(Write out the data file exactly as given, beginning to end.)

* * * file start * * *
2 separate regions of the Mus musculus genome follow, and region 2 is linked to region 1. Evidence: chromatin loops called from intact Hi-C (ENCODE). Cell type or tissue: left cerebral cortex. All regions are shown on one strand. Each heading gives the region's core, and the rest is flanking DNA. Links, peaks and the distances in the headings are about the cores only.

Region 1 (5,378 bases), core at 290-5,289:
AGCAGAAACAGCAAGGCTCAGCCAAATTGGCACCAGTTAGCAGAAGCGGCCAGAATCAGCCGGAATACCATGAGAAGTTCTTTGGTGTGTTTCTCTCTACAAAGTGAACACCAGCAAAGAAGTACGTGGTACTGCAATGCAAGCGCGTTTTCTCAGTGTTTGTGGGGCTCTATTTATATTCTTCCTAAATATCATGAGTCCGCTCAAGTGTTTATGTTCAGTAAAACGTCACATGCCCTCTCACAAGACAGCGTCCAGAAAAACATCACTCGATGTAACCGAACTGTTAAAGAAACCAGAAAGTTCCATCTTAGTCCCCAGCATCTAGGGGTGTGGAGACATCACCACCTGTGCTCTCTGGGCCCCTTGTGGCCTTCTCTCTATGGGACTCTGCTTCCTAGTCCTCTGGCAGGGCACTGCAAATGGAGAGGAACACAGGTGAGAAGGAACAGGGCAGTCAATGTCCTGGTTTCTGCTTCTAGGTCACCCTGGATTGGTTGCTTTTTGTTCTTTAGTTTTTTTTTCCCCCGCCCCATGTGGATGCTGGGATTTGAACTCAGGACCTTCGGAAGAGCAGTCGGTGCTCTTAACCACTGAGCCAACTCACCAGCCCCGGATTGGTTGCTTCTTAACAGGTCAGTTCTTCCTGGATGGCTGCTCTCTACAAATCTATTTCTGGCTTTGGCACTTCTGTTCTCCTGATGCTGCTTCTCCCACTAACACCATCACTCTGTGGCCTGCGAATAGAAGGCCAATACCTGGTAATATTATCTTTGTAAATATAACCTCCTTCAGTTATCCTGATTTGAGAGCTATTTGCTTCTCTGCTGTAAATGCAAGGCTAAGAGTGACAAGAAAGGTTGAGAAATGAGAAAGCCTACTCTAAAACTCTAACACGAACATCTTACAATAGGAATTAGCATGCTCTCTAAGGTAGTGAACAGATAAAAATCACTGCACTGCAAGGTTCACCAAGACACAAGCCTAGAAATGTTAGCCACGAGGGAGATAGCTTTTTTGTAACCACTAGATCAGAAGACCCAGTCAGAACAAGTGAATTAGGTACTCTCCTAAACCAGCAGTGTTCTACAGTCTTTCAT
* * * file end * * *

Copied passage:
2 separate regions of the Mus musculus genome follow, and region 2 is linked to region 1. Evidence: chromatin loops called from intact Hi-C (ENCODE). Cell type or tissue: left cerebral cortex. All regions are shown on one strand. Each heading gives the region's core, and the rest is flanking DNA. Links, peaks and the distances in the headings are about the cores only.

Region 1 (5,378 bases), core at 290-5,289:
AGCAGAAACAGCAAGGCTCAGCCAAATTGGCACCAGTTAGCAGAAGCGGCCAGAATCAGCCGGAATACCATGAGAAGTTCTTTGGTGTGTTTCTCTCTACAAAGTGAACACCAGCAAAGAAGTACGTGGTACTGCAATGCAAGCGCGTTTTCTCAGTGTTTGTGGGGCTCTATTTATATTCTTCCTAAATATCATGAGTCCGCTCAAGTGTTTATGTTCAGTAAAACGTCACATGCCCTCTCACAAGACAGCGTCCAGAAAAACATCACTCGATGTAACCGAACTGTTAAAGAAACCAGAAAGTTCCATCTTAGTCCCCAGCATCTAGGGGTGTGGAGACATCACCACCTGTGCTCTCTGGGCCCCTTGTGGCCTTCTCTCTATGGGACTCTGCTTCCTAGTCCTCTGGCAGGGCACTGCAAATGGAGAGGAACACAGGTGAGAAGGAACAGGGCAGTCAATGTCCTGGTTTCTGCTTCTAGGTCACCCTGGATTGGTTGCTTTTTGTTCTTTAGTTTTTTTTTCCCCCGCCCCATGTGGATGCTGGGATTTGAACTCAGGACCTTCGGAAGAGCAGTCGGTGCTCTTAACCACTGAGCCAACTCACCAGCCCCGGATTGGTTGCTTCTTAACAGGTCAGTTCTTCCTGGATGGCTGCTCTCTACAAATCTATTTCTGGCTTTGGCACTTCTGTTCTCCTGATGCTGCTTCTCCCACTAACACCATCACTCTGTGGCCTGCGAATAGAAGGCCAATACCTGGTAATATTATCTTTGTAAATATAACCTCCTTCAGTTATCCTGATTTGAGAGCTATTTGCTTCTCTGCTGTAAATGCAAGGCTAAGAGTGACAAGAAAGGTTGAGAAATGAGAAAGCCTACTCTAAAACTCTAACACGAACATCTTACAATAGGAATTAGCATGCTCTCTAAGGTAGTGAACAGATAAAAATCACTGCACTGCAAGGTTCACCAAGACACAAGCCTAGAAATGTTAGCCACGAGGGAGATAGCTTTTTTGTAACCACTAGATCAGAAGACCCAGTCAGAACAAGTGAATTAGGTACTCTCCTAAACCAGCAGTGTTCTACAGTCTTTCAT